In a Freakonomics for sports, an economist and a sportswriter use the power of data analysis to debunk some of the sports world’s conventional wisdom.
Sports Illustrated senior writer Wertheim’s (Strokes of Genius: Federer, Nadal, and the Greatest Match Ever Played, 2010) familiar, straightforward style effectively complements the reams of data provided by Moskowitz (Finance/Univ. of Chicago) in this examination of a series of sports-related issues, including home-field advantage, the effectiveness of minority coaches and the hoary adage that defense wins championships. The conclusions they draw range from startlingly persuasive to shrug-inducing, a combination that results, perhaps, from the overall credibility of their arguments and the recent profusion of similar literature that makes once unthinkably counterintuitive arguments less eye-opening. Perhaps the authors’ most compelling—and pot-stirringly controversial—argument is the contention that home-field advantage, a statistically credible phenomenon in every sport, is almost exclusively a result of referee bias, itself a product of the psychological effect of home fans exhorting officials to make calls that favor their team, a subconscious influence even the best officials cannot overcome. Less convincing is their examination of the efficacy of performance-enhancing drugs. While they show a plausible link between low income and usage—a phenomenon that occurs in multiple countries, a logical result of those with less to lose and more to gain trying to cheat their way to success—they fail to account for players who have used drugs that either cannot be tested for or in such a way that they managed to avoid detection. Also, old-school fans will undoubtedly have trouble embracing concepts like there being no such thing as momentum and the attribution of “hot” and “cold” streaks primarily to random chance.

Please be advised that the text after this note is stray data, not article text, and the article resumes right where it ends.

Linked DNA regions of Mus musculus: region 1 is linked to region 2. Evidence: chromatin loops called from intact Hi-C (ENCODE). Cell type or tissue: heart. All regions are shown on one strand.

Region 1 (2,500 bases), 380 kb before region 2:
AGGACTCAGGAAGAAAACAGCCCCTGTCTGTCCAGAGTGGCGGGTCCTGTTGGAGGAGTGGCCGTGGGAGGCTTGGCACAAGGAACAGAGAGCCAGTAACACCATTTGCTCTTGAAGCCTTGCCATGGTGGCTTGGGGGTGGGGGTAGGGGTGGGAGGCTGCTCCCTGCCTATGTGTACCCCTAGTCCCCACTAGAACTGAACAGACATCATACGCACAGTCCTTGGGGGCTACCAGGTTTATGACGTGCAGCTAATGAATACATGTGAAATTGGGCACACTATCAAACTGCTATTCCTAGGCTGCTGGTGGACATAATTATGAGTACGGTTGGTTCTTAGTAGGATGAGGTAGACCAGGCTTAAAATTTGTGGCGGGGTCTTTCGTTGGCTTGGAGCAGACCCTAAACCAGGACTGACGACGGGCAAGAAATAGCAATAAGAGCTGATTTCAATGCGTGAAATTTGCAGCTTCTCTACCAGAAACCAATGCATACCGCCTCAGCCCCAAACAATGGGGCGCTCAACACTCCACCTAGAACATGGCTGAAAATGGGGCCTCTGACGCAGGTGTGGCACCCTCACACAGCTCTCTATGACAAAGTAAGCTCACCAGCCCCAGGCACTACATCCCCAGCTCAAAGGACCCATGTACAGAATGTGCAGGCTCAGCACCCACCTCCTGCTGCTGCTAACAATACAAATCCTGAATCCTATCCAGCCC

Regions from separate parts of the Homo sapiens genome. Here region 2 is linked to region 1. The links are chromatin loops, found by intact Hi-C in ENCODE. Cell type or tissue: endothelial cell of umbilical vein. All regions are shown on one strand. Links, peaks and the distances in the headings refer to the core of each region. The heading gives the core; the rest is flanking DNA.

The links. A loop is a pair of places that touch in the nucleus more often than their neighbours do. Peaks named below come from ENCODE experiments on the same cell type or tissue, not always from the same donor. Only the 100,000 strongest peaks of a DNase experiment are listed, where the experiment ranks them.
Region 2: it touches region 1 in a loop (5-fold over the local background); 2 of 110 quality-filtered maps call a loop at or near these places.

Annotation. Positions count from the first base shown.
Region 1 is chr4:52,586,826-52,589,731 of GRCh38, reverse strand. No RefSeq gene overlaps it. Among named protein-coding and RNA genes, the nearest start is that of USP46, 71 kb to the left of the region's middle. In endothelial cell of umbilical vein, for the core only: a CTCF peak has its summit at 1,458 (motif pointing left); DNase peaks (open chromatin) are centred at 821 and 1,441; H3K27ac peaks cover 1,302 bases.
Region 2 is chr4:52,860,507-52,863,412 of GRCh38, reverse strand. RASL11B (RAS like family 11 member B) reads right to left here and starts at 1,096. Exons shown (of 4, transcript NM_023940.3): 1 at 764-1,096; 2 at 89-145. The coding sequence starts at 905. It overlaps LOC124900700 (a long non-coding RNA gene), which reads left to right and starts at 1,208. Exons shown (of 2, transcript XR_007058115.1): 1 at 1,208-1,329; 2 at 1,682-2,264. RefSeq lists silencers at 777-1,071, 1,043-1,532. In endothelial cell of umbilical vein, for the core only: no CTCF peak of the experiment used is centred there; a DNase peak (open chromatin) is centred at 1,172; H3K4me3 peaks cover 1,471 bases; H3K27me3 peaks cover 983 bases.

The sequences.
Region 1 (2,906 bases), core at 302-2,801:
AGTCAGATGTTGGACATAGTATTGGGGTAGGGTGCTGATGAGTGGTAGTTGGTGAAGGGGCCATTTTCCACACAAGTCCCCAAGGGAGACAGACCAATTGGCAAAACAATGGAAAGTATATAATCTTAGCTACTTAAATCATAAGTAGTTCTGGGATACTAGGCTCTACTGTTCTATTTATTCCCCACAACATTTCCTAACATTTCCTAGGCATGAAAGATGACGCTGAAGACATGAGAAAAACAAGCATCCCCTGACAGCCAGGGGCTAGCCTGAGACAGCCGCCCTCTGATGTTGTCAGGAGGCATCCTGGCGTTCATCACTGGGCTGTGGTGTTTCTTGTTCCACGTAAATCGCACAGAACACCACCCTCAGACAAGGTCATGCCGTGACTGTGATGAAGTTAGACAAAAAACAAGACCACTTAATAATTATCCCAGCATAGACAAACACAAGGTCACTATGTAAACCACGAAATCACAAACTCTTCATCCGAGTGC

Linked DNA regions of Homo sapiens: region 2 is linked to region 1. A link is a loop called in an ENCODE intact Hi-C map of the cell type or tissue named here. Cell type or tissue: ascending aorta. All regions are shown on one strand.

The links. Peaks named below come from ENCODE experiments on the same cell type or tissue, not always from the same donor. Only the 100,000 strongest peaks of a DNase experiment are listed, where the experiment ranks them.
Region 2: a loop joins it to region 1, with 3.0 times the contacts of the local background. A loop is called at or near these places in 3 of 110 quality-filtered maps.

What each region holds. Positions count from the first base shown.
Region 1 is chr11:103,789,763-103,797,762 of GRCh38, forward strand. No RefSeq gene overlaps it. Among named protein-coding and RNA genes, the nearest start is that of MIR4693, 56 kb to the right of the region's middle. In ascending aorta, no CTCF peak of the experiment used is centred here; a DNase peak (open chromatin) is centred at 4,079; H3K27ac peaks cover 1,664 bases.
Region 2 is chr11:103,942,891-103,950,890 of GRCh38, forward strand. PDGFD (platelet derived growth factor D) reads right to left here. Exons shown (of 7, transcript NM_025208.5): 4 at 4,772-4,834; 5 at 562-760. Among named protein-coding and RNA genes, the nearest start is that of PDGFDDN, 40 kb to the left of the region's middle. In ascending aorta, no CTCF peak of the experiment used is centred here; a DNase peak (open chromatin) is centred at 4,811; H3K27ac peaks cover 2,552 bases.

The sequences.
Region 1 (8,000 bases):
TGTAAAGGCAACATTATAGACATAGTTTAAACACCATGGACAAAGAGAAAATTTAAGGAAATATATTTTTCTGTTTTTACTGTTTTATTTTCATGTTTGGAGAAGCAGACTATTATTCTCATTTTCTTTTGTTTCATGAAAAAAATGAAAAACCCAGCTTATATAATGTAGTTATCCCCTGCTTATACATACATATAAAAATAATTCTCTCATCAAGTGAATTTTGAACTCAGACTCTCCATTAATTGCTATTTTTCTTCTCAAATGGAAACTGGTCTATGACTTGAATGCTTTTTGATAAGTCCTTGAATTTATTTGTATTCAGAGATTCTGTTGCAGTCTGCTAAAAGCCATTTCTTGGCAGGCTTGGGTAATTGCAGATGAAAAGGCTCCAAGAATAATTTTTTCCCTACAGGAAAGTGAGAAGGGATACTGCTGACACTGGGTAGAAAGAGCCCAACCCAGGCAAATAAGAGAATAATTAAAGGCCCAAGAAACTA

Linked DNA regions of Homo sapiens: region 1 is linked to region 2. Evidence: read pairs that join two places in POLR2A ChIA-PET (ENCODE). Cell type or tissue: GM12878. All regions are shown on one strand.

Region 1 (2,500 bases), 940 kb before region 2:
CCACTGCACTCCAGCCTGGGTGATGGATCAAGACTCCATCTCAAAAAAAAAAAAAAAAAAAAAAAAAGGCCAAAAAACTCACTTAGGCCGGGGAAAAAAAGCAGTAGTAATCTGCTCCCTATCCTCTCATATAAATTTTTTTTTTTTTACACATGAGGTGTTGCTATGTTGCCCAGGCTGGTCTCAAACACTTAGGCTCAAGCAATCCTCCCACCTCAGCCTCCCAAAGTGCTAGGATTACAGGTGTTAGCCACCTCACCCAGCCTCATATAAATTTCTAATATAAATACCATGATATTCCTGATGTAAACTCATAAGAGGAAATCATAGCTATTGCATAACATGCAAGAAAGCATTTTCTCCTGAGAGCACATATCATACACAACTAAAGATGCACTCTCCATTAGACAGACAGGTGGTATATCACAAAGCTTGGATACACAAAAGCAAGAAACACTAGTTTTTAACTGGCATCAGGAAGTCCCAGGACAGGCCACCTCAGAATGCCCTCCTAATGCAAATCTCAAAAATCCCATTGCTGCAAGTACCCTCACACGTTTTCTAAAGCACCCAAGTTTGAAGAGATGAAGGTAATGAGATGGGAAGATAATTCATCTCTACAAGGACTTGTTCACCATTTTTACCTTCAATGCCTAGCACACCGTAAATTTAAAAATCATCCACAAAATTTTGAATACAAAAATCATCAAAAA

Hardly groundbreaking, but a well-conceived and -executed addition to the burgeoning movement of stats-based sporting analysis.